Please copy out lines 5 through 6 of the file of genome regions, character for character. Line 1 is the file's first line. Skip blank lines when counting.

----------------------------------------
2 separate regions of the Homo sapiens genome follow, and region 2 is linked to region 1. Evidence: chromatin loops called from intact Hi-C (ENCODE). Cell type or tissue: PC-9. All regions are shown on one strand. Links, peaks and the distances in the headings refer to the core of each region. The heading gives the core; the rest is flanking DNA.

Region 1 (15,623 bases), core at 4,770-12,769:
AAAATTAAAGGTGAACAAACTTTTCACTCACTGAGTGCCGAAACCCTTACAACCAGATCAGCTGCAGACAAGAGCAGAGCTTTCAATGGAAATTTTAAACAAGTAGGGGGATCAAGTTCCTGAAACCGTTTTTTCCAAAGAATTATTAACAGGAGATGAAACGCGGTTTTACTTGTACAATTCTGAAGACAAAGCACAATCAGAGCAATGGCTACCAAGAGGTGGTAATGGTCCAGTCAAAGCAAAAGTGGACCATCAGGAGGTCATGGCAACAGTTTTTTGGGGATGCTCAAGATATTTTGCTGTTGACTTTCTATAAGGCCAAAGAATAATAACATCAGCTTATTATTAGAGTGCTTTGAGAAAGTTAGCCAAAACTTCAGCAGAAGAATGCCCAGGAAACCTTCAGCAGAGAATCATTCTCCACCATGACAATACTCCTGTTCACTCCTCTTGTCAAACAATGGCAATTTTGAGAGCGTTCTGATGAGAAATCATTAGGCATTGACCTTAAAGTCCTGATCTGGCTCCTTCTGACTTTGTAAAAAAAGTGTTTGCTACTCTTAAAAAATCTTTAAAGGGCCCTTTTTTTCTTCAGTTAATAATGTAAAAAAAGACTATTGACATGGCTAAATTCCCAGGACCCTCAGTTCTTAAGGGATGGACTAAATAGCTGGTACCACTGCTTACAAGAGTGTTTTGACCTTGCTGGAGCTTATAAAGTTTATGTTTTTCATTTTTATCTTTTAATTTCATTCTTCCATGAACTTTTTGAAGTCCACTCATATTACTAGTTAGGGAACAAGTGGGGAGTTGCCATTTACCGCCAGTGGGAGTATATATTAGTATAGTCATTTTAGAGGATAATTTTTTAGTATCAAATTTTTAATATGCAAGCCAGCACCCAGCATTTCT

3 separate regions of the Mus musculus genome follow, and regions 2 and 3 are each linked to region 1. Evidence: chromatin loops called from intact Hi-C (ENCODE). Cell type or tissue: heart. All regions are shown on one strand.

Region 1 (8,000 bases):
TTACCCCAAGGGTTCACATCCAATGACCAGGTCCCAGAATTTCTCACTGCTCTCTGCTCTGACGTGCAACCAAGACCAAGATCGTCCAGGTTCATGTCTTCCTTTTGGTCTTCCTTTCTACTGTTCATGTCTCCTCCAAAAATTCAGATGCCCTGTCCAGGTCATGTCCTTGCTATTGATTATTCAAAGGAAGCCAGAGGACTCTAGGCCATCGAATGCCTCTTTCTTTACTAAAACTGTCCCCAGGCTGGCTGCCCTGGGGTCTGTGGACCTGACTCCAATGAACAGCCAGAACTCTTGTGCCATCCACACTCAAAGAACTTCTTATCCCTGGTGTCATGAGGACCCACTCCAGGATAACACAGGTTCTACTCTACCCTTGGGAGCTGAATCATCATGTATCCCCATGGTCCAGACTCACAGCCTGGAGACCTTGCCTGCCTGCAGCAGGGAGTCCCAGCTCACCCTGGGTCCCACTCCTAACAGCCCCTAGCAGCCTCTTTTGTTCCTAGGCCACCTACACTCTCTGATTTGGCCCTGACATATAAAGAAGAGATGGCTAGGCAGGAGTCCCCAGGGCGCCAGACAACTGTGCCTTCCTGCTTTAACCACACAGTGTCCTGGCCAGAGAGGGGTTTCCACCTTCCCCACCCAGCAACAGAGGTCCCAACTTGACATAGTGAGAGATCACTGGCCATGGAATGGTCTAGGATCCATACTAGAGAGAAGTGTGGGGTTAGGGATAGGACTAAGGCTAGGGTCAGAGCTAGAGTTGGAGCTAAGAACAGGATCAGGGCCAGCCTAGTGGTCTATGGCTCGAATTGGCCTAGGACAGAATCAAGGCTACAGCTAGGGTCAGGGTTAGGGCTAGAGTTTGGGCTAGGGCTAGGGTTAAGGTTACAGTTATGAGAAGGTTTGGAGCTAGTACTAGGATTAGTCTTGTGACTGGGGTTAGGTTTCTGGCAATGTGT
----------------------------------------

Region 1 (8,000 bases):
TTACCCCAAGGGTTCACATCCAATGACCAGGTCCCAGAATTTCTCACTGCTCTCTGCTCTGACGTGCAACCAAGACCAAGATCGTCCAGGTTCATGTCTTCCTTTTGGTCTTCCTTTCTACTGTTCATGTCTCCTCCAAAAATTCAGATGCCCTGTCCAGGTCATGTCCTTGCTATTGATTATTCAAAGGAAGCCAGAGGACTCTAGGCCATCGAATGCCTCTTTCTTTACTAAAACTGTCCCCAGGCTGGCTGCCCTGGGGTCTGTGGACCTGACTCCAATGAACAGCCAGAACTCTTGTGCCATCCACACTCAAAGAACTTCTTATCCCTGGTGTCATGAGGACCCACTCCAGGATAACACAGGTTCTACTCTACCCTTGGGAGCTGAATCATCATGTATCCCCATGGTCCAGACTCACAGCCTGGAGACCTTGCCTGCCTGCAGCAGGGAGTCCCAGCTCACCCTGGGTCCCACTCCTAACAGCCCCTAGCAGCCTCTTTTGTTCCTAGGCCACCTACACTCTCTGATTTGGCCCTGACATATAAAGAAGAGATGGCTAGGCAGGAGTCCCCAGGGCGCCAGACAACTGTGCCTTCCTGCTTTAACCACACAGTGTCCTGGCCAGAGAGGGGTTTCCACCTTCCCCACCCAGCAACAGAGGTCCCAACTTGACATAGTGAGAGATCACTGGCCATGGAATGGTCTAGGATCCATACTAGAGAGAAGTGTGGGGTTAGGGATAGGACTAAGGCTAGGGTCAGAGCTAGAGTTGGAGCTAAGAACAGGATCAGGGCCAGCCTAGTGGTCTATGGCTCGAATTGGCCTAGGACAGAATCAAGGCTACAGCTAGGGTCAGGGTTAGGGCTAGAGTTTGGGCTAGGGCTAGGGTTAAGGTTACAGTTATGAGAAGGTTTGGAGCTAGTACTAGGATTAGTCTTGTGACTGGGGTTAGGTTTCTGGCAATGTGT